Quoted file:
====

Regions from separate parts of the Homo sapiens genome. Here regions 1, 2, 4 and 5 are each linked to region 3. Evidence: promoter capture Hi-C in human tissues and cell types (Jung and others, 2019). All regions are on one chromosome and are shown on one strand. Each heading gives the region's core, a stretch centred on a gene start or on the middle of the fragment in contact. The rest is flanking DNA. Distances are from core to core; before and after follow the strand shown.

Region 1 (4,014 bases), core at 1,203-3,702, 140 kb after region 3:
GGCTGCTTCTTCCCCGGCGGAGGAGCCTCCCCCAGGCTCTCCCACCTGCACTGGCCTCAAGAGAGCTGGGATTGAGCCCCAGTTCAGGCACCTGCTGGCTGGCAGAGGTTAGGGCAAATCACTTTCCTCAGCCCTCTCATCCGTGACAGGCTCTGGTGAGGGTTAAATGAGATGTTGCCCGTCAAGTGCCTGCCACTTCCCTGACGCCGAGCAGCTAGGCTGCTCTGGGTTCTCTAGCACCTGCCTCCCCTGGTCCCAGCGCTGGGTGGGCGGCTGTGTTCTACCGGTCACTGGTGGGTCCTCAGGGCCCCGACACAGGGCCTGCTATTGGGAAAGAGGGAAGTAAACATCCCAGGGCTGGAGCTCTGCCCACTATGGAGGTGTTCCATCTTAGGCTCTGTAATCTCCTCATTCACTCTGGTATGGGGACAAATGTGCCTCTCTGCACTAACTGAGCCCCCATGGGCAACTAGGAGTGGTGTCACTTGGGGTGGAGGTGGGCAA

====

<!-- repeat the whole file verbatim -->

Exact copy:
Regions from separate parts of the Homo sapiens genome. Here regions 1, 2, 4 and 5 are each linked to region 3. Evidence: promoter capture Hi-C in human tissues and cell types (Jung and others, 2019). All regions are on one chromosome and are shown on one strand. Each heading gives the region's core, a stretch centred on a gene start or on the middle of the fragment in contact. The rest is flanking DNA. Distances are from core to core; before and after follow the strand shown.

Region 1 (4,014 bases), core at 1,203-3,702, 140 kb after region 3:
GGCTGCTTCTTCCCCGGCGGAGGAGCCTCCCCCAGGCTCTCCCACCTGCACTGGCCTCAAGAGAGCTGGGATTGAGCCCCAGTTCAGGCACCTGCTGGCTGGCAGAGGTTAGGGCAAATCACTTTCCTCAGCCCTCTCATCCGTGACAGGCTCTGGTGAGGGTTAAATGAGATGTTGCCCGTCAAGTGCCTGCCACTTCCCTGACGCCGAGCAGCTAGGCTGCTCTGGGTTCTCTAGCACCTGCCTCCCCTGGTCCCAGCGCTGGGTGGGCGGCTGTGTTCTACCGGTCACTGGTGGGTCCTCAGGGCCCCGACACAGGGCCTGCTATTGGGAAAGAGGGAAGTAAACATCCCAGGGCTGGAGCTCTGCCCACTATGGAGGTGTTCCATCTTAGGCTCTGTAATCTCCTCATTCACTCTGGTATGGGGACAAATGTGCCTCTCTGCACTAACTGAGCCCCCATGGGCAACTAGGAGTGGTGTCACTTGGGGTGGAGGTGGGCAA